This post may contain affiliate links. Read our disclosure policy here. Deals are current as of date and time posted.

Learning to swim is an important life skill that should be addressed both for the fun and for the safety of the child. Not only can it provide children with the opportunity of enjoying the water, it also promotes water safety. Many parents question when their child should start taking swim lessons. The American Academy of Pediatrics (AAP) recommends that every child over 1 year old learn to swim (and their parents too).

To unpack this a little, so you can make your own informed decision on what age is safe and beneficial for your child to begin venturing into the water, here are the factors to consider. Informed parents are more able to decide when their child is ready for swim classes.

Benefits of Swim Lessons

The most important part of learning to swim is that it teaches children to respect water. Water safety skills can prevent the risk of drowning. The AAP reports that with children ages 1-4, drowning is the leading cause of injury-related death in the US. And the USA Swimming Foundation maintains that formal lessons can reduce the risk of drowning by 88 percent.

While swim lessons don’t totally prevent the risk of water related injuries, the knowledge that children learn can make a difference. Beyond water safety, swim lessons have been shown to increase a child’s confidence and enhance motor skills development. Children who have begun swimming show high cognitive and emotional maturity. Water classes are also a great time for family bonding. Parents should expect to spend class time in the water with their child. This strengthens bonds and can be a great way to have fun together.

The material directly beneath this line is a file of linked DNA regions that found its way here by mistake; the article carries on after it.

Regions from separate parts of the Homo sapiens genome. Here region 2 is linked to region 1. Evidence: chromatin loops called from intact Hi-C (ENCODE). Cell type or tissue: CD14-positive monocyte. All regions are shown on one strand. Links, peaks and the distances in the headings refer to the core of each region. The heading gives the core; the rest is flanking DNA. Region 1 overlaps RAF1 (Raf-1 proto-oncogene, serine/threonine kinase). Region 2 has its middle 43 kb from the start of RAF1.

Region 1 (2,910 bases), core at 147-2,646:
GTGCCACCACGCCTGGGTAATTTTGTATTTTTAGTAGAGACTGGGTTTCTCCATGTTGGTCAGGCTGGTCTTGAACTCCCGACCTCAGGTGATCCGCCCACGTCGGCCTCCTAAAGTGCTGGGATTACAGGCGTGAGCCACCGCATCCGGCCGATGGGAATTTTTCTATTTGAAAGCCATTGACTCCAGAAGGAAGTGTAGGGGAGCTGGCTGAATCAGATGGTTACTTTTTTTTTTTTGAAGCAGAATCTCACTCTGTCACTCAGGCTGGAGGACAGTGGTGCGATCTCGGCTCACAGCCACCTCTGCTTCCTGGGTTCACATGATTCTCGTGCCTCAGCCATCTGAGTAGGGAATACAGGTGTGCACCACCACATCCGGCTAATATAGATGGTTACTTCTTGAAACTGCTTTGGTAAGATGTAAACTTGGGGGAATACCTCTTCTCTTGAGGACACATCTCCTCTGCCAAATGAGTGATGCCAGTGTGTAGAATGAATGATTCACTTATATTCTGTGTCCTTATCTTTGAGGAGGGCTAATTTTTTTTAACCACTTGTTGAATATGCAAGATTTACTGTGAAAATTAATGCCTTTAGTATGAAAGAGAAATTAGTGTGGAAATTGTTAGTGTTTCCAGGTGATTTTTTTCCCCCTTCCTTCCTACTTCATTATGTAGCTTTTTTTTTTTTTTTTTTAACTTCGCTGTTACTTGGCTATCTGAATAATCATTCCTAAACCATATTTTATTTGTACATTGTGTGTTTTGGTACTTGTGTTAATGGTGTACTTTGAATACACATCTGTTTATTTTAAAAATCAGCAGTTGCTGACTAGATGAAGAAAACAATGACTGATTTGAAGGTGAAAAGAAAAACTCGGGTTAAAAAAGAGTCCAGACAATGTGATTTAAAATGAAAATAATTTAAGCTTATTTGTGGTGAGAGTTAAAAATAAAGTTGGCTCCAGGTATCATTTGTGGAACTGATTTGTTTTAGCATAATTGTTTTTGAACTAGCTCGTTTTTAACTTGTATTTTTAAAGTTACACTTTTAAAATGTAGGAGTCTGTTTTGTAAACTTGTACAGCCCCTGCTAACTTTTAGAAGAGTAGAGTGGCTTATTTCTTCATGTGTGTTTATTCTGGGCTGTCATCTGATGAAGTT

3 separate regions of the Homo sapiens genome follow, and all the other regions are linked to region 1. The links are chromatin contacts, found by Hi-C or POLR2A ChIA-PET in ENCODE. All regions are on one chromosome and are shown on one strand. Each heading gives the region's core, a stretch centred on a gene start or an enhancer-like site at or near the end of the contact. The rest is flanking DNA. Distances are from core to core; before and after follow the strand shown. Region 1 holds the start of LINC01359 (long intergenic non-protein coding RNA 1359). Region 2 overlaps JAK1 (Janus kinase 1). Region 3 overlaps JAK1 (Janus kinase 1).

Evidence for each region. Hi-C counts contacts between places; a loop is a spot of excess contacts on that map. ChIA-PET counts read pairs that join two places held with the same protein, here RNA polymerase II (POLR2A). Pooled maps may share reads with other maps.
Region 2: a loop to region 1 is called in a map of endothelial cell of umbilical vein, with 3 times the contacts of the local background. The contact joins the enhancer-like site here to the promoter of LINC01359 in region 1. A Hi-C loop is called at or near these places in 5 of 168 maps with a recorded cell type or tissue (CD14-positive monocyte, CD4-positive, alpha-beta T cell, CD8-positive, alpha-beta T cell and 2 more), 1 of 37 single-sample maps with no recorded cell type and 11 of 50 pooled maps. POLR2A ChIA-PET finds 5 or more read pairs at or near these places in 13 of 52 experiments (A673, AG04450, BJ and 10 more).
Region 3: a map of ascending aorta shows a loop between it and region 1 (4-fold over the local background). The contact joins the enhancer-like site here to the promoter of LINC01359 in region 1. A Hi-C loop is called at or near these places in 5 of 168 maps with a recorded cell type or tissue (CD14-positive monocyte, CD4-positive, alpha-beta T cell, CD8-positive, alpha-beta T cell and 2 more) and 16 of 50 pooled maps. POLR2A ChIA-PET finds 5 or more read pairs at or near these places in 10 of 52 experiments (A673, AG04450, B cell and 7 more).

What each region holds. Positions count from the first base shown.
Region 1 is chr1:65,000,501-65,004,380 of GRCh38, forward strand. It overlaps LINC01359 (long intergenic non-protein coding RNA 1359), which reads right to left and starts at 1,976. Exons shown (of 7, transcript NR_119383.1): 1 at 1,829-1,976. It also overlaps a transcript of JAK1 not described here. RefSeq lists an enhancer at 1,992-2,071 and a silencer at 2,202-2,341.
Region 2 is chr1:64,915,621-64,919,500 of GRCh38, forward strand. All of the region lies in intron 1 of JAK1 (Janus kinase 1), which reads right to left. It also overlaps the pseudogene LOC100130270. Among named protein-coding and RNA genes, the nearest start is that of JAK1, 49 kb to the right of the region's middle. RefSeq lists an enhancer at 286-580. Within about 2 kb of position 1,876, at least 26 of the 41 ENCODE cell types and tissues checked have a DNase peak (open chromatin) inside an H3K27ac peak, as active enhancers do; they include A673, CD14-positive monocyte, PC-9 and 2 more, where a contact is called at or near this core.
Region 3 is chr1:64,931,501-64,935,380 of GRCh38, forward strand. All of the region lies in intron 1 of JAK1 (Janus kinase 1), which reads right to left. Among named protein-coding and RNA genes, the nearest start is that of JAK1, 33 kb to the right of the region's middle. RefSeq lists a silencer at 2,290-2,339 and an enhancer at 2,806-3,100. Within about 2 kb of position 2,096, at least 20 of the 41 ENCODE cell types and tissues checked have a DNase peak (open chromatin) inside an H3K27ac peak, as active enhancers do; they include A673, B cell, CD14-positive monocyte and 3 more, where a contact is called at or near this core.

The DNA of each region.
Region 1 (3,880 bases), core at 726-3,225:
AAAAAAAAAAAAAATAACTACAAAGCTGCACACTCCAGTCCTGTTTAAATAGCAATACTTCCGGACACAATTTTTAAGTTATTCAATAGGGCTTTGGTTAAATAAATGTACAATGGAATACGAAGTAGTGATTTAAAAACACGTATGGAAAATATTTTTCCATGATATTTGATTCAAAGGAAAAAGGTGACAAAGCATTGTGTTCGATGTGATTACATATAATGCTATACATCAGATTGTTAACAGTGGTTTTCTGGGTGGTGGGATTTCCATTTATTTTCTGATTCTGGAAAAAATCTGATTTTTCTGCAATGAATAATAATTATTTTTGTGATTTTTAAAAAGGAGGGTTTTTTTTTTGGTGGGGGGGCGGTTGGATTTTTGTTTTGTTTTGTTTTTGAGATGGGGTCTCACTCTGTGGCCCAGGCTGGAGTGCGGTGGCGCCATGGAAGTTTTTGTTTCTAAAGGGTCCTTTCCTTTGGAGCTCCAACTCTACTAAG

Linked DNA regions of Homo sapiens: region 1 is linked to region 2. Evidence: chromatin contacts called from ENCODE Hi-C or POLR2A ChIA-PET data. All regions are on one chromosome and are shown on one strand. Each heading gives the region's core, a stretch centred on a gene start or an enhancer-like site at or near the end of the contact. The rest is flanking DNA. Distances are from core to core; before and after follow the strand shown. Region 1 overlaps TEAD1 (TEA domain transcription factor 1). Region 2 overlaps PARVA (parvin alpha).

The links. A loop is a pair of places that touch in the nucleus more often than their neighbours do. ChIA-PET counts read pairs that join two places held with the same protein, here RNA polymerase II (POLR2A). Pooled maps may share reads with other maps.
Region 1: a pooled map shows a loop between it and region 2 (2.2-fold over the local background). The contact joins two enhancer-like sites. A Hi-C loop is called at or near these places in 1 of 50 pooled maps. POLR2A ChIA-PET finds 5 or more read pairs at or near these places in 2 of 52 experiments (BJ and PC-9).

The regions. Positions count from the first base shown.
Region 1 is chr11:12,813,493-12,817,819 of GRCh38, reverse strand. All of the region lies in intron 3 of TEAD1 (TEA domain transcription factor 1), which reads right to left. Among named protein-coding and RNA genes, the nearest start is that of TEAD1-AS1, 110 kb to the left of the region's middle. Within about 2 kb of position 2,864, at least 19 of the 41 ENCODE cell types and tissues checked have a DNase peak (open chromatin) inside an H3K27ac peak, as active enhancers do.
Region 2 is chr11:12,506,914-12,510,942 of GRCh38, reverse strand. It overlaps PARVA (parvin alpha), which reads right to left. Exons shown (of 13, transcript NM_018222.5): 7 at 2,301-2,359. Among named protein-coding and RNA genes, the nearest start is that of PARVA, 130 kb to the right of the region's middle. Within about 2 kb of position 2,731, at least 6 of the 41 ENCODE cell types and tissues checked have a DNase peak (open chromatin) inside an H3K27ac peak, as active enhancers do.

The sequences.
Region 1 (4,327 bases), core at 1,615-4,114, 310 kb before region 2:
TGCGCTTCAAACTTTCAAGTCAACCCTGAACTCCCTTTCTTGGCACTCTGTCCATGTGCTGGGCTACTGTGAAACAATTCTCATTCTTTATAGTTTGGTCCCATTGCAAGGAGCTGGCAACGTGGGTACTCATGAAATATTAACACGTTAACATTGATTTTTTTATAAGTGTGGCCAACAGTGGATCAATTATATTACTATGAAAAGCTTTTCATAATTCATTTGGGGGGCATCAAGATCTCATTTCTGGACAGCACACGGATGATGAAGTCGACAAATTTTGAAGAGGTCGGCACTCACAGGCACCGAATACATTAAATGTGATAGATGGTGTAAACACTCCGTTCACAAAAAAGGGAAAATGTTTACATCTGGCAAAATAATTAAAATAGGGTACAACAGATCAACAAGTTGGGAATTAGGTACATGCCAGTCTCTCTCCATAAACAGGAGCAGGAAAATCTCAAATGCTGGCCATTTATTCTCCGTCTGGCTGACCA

When Should A Child Start Lessons?

As every child develops at different rates, there may be no definitive answer to this question. Most experts now recommend starting a child’s swim lessons at age one. Some advocate at least introducing a child to water even earlier so that they become used to the experience. If you have any questions, talk with your pediatrician to see if they think that your child is ready for classes. And visit your nearest facility that offers swimming lessons for kids to get an instructor’s advice and to feel the situation out.

Basically, when trying to make the decision about when to start swim classes, consider your child’s emotional maturity and their physical abilities. Some parents believe that their children are ‘water babies’ but this doesn’t necessarily mean that they have all of the skills to protect themselves safely in a pool or lake. Most children are ready for swim classes by their fourth birthday. This is when they are physically and cognitively able to learn basic water safety skills.

The basics include floating, treading water and how to get safely out of the water. As kids progress, they will add skills such as the front crawl. But for those who don’t want to wait that long, it is increasingly common to see infant water classes. Instructor teaching skills have become more specialized to enhance children’s ability to control their breathing, heads and limbs to make being in the water truly safer. Many children as young as two can actually turn back to the wall after falling in, and hold onto it for safety.